Free tree mayhem
My utilities company, SRP (“Salt River Project”), has a Shade Tree Program in which customers can receive up to two free, desert-adapted trees to plant in energy-saving locations around their yard. In order to receive the trees, though, customers need to attend a workshop to learn how to properly plant and to care for the trees.
My husband and I recently bought our house. We have no tree in our front, south-facing yard, so we agreed we should take advantage of SRP’s program. I registered for a workshop, which was held at a local high school.
I arrived at the school and was dumbfounded by the event’s grand scale. It was more like a convention than a workshop. Staff members directing traffic in the parking lot. People in SRP vests standing throughout campus, guiding attendees to the auditorium. Booths about water conservation and mesquite pod harvesting. Multiple registration tables with long, albeit fast-moving, queues. I estimated at least 1,000 people in the auditorium. All of these energetic, tree-loving people at 8 a.m. on a Saturday.
This energy, however, quickly took a turn for the weird. When a speaker began welcoming us and introducing the presenter, there was some feedback from her microphone. The audience freaked. And I mean, in an overly angry, strangely impatient way. At first it was just a few muffled voices coming from the back. But this quickly escalated into a mob shouting some variation of “we can’t hear you,” while excitedly holding one hand up to their ear, or to their mouth as a makeshift megaphone. A man sitting behind me let out a huff, crossed his arms, and repeatedly shook his head while muttering, “That mic is done. It’s done.”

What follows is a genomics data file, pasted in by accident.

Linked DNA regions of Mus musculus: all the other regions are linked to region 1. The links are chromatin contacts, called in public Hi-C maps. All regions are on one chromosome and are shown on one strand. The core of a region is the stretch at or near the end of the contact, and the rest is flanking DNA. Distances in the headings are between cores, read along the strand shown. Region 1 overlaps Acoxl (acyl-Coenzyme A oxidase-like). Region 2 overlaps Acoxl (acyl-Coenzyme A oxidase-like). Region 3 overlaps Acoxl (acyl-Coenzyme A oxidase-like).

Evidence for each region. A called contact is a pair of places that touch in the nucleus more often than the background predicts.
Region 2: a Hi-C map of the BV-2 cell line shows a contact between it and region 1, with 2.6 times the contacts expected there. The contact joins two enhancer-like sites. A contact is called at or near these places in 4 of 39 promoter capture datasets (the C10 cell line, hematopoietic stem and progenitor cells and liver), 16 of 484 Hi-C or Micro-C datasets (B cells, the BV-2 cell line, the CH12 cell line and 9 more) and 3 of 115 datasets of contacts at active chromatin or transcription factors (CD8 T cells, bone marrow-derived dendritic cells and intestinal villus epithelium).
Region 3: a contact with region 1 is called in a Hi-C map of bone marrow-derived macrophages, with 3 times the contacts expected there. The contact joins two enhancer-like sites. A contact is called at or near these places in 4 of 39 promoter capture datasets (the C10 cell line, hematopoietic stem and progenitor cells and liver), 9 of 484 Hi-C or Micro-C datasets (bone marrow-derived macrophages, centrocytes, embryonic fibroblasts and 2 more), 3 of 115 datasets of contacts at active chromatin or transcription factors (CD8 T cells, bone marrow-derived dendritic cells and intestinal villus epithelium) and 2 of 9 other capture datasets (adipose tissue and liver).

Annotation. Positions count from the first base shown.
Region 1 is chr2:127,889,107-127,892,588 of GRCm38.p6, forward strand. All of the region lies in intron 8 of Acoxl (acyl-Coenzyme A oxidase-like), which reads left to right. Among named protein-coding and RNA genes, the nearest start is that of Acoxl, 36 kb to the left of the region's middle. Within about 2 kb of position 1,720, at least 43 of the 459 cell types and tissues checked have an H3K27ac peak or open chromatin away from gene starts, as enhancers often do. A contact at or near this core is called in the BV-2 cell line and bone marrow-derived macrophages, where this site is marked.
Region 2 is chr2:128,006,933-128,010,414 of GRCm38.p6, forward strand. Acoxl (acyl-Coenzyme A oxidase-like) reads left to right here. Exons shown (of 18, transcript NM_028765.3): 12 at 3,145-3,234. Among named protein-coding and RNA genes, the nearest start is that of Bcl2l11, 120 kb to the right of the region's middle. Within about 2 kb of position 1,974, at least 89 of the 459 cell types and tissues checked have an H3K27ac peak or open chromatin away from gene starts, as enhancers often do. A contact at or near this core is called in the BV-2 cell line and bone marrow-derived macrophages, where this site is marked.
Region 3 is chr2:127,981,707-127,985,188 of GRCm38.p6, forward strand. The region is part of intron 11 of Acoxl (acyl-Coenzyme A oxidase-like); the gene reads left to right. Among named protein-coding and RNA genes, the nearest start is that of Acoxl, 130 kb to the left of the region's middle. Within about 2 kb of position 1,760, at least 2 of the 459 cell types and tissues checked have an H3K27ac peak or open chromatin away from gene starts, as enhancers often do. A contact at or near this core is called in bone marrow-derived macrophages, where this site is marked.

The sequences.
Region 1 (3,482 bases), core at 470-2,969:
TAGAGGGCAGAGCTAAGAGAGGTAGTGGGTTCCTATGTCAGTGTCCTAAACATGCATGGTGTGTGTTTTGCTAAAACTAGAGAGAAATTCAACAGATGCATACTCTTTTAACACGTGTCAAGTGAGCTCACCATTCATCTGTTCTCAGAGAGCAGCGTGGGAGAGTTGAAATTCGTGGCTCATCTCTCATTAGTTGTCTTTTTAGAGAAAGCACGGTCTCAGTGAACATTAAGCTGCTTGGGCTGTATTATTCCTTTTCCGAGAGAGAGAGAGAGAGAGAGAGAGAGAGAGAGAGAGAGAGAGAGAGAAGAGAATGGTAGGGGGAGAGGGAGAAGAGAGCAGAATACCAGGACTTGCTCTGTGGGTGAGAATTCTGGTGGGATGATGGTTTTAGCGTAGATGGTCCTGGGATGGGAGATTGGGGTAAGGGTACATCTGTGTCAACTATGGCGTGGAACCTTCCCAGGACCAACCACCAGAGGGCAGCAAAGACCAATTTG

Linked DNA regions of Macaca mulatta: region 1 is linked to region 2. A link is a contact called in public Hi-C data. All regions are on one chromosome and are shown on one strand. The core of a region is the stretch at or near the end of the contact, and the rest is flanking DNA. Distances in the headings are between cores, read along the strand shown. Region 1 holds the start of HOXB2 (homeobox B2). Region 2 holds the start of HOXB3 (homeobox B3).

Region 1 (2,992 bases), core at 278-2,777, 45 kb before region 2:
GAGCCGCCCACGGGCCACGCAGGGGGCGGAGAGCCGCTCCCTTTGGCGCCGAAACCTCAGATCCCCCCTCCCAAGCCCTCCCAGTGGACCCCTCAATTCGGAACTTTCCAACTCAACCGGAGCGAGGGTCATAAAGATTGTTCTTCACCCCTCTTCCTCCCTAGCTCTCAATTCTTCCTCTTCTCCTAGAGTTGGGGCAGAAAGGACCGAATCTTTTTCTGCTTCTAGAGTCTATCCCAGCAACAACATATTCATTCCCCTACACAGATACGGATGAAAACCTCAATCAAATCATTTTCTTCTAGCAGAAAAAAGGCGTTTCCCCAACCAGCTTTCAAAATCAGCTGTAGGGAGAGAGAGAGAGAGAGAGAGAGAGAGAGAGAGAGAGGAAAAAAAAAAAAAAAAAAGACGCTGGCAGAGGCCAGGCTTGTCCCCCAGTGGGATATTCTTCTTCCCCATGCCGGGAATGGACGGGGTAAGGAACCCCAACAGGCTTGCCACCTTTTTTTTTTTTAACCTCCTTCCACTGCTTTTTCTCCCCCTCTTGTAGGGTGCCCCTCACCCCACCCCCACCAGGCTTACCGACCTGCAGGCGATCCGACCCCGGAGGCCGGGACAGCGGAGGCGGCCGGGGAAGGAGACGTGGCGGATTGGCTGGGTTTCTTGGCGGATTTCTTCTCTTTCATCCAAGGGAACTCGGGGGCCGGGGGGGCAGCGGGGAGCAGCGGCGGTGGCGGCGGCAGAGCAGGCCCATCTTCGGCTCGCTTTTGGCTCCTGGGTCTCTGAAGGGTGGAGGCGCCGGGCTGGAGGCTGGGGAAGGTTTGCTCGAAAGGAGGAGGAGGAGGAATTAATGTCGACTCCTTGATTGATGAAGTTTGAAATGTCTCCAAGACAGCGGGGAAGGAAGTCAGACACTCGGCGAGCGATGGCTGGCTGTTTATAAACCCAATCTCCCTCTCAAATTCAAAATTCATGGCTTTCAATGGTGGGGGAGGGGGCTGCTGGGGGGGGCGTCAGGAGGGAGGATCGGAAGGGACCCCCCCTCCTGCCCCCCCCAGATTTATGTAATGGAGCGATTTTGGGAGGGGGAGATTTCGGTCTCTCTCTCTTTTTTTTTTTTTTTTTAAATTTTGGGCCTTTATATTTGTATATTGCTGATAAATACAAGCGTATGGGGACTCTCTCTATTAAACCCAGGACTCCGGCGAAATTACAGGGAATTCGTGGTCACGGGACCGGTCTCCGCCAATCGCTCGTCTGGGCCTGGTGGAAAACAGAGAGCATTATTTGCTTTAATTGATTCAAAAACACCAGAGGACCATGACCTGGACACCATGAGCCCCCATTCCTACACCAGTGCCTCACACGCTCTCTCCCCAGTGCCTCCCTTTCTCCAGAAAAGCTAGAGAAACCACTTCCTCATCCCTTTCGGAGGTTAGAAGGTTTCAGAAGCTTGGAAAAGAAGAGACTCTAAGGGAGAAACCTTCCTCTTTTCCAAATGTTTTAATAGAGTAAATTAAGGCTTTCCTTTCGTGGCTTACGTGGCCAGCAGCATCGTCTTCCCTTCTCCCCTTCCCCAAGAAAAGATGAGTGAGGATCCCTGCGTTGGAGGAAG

This all began within seconds after the speaker began talking and it was clear there was a problem. Seconds. She and another staff member were frantically attempting to correct the problem. They were trying new microphones, moving to different parts of the stage, and making hand gestures to someone sitting in a sound booth. All the while, the crowd just kept getting louder. A few people yelled that the speaker should just put down the microphone, come to the front of the stage, and project. Others in the back yelled no, that if the speaker did that, they wouldn’t be able to hear. Then others began yelling that those in the back should come take empty seats in the front. Others just shook their heads and looked disgusted. All of this dialogue happened within what-couldn’t-have-been more than a minute after the problem began.
A man two seats down from me and I made eye contact. With his eyebrow raised, he asked me if I thought someone would begin throwing tomatoes at the speaker.
I told him no – but that a Starbucks cup was a distinct possibility. He asked if I thought we should create a human wall.
Within a couple of minutes, the staff solved the problem. The presenter gave an informative presentation. I am excited about the tree I will receive in September. I am a little nervous, however, about what my neighbors might do to me if I mess up my tree.
I came home and told my husband that I thought we should hire a professional.